When she took the witness stand last week, the accuser in the Summit County sexual battery trial of a 26-year-old New York law school graduate described in detail what she claimed had happened before and after the alleged incident.
After drinking at a wedding party at a Cuyahoga Falls hotel, the woman said she went to bed in a second-floor room with her clothes on except for a pair of sandals and suddenly awoke unclothed with someone on top of her having sex with her in complete darkness.
She also testified that she vomited as soon as she awoke.
Calling that story ''incredible,'' Common Pleas Judge Judy Hunter on Monday found the defendant, Sahil Sharma, not guilty of the third-degree felony charge and two supplemental misdemeanor charges of falsification for allegedly misleading investigators.
Hunter took the weekend to think about her decision after the trial ended on Thursday, saying she reached her conclusion about the woman's story using ''reason and common sense.''
Sharma, in a case that has been under a legal magnifying glass because of the admission of defense polygraph evidence, said after Hunter announced the verdicts in the packed courtroom: ''At the end of the day, justice was served. I always knew that I was innocent, and my parents always knew that I was innocent.
''I thought that the prosecution didn't care about the polygraph evidence the profound, convincing evidence that I didn't do this crime,'' he said.
Sharma, who was in the area last summer for a family wedding when the incident occurred at the Sheraton Suites hotel in the early hours of Aug. 28, had passed three polygraph tests supporting his story that the incident was consensual.
Moments after Hunter issued her decision, Sharma's accuser, Michelle M. Sacia, 24, began sobbing in the public seating section, surrounded by family members, workers from Victim Services and sheriff's deputies.
Assistant Summit County Prosecutor Brad Gessner, head of the office's criminal division and the lead prosecutor in the case, said he was ''disappointed'' in the verdict.
''But at the same time, we're very proud that this victim had the courage in spite of everything that went on in this case to stand up and face (Sharma), and that she had the guts to take the witness stand and subject herself to his attorney's cross-examination. He didn't,'' Gessner said.
The two sides had battled heatedly at times in the judge's chambers over the admissibility of the polygraphs.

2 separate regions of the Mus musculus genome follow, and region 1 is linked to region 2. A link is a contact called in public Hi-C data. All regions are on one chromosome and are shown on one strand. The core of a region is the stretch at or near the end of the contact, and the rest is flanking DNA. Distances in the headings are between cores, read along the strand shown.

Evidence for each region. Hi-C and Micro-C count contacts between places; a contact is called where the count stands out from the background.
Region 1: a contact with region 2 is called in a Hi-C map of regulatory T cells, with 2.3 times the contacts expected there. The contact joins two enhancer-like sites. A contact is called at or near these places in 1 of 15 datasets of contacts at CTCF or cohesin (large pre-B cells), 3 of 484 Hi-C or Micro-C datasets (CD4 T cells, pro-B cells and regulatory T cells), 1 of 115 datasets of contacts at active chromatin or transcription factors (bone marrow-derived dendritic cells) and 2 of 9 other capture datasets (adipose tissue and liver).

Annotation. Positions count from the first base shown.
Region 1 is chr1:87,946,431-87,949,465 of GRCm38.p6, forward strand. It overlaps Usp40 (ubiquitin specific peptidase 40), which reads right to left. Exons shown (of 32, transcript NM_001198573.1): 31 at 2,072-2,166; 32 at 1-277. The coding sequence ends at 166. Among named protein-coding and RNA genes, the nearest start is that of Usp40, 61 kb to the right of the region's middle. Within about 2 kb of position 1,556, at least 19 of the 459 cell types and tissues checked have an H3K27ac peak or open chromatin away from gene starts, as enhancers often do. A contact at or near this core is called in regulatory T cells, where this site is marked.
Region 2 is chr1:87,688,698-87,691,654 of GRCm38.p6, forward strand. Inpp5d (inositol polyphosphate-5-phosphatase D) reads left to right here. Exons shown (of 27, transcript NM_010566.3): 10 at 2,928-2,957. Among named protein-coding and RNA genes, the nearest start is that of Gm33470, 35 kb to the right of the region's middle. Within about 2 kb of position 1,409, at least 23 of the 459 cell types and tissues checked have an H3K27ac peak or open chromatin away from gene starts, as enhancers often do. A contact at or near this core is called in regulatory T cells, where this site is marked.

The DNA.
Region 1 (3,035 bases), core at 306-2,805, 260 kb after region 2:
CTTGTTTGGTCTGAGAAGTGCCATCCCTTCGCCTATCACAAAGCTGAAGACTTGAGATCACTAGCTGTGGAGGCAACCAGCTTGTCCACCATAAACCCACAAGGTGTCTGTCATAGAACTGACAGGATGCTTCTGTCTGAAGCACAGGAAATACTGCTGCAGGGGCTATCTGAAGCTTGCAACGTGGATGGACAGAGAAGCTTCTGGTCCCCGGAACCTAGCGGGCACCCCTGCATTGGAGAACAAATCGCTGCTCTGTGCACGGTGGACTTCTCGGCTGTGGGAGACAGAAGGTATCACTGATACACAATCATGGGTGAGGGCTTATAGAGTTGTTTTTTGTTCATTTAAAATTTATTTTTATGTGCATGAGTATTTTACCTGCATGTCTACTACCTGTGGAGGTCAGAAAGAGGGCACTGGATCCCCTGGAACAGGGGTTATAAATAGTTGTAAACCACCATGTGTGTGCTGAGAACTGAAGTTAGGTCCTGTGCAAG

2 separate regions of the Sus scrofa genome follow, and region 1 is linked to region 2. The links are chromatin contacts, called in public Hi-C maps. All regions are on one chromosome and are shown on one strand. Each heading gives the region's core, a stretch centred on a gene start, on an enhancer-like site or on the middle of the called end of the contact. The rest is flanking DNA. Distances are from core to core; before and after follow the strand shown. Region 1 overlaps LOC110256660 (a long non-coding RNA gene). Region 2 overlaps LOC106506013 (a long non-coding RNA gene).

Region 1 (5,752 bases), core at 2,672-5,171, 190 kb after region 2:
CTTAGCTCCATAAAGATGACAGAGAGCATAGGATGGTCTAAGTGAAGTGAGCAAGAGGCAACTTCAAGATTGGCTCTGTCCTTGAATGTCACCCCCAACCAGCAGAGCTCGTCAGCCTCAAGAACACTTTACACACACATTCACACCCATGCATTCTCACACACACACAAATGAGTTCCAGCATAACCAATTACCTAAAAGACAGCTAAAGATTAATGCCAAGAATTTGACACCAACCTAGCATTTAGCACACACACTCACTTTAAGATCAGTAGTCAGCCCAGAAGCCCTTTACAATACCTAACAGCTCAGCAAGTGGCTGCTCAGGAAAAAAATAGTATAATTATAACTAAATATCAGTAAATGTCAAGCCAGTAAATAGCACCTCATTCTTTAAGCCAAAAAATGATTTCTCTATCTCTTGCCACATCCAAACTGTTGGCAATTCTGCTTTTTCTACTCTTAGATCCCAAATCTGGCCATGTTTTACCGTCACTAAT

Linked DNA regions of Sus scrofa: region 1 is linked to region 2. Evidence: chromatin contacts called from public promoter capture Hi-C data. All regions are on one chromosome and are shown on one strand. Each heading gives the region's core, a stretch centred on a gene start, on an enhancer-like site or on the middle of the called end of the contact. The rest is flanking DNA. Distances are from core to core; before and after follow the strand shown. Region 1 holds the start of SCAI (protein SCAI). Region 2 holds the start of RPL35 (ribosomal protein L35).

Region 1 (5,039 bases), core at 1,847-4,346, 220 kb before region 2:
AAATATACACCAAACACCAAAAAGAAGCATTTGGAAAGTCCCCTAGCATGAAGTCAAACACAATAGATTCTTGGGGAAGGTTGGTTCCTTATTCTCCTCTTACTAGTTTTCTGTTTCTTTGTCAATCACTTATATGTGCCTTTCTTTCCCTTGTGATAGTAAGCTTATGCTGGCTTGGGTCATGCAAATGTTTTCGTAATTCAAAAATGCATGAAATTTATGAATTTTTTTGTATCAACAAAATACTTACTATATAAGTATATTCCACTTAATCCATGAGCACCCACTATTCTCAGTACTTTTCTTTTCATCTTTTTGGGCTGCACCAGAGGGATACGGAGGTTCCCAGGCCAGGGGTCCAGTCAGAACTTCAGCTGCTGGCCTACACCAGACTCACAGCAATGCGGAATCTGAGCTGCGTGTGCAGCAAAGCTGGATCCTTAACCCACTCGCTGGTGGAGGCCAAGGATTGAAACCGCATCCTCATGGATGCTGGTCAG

In Hunter's pretrial decision allowing the three polygraphs, she set the condition that the evidence could be used only if Sharma testify and, in turn, subject himself to cross-examination.
But as the prosecution's case was winding down on Thursday, the state played a 21/2-hour DVD of one of the polygraph tests by Dr. Louis I. Rovner of Los Angeles in an apparent attempt to show how Sharma allegedly made contradictory statements to investigators.
Details that Sharma gave to Falls police at the hotel, Gessner charged, were different than details he gave to Rovner in the March 9 polygraph in Rovner's West Coast office.
However, after the prosecution opened the door to the polygraph evidence, defense lawyer Kirk A. Migdal decided there was no need for Sharma to testify, so he never took the stand in his own defense.
Migdal rested his case after calling only two witnesses, one a Falls police officer who contradicted part of Sacia's testimony. Sacia said she was told by the officer to attend the wedding ceremony on the day after the incident. The officer testified that he gave no such advice.
Clothing was key
Hunter emphasized the items of clothing Sacia was wearing to explain the crux of her decision.
Sacia testified she went to bed wearing jeans with two buttons and a zipper in front, underwear and a T-shirt with a white tank top and bra underneath. She said she removed only the sandals before falling asleep.
For someone to remove all of those clothes under the full weight of Sacia's body, piece by piece, ''without being awakened, even from the heaviest sleep, this court finds to be incredible,'' Hunter said.
The judge also pointed out another hole in Sacia's testimony. The accuser said she was naked when she awoke and vomited, but the judge emphasized that the T-shirt and tank top were heavily stained in front a strong indication Sacia had vomited with her clothes on.
Migdal, in fact, had placed the T-shirt and tank top on the top railing of the jury box to hammer home that point during his closing argument.
As Sharma left the courthouse with his family members, he said he was returning immediately to New York to resume his legal career.
''I just want to go home with my family, to go back to practicing law, so hopefully one day I'll be able to help someone in the same position,'' he said.
Sharma graduated from Touro Law School in the spring and has taken the New York bar exam. He said he is awaiting the results in November.
Ed Meyer can be reached at 330-996-3784 or firstname.lastname@example.org.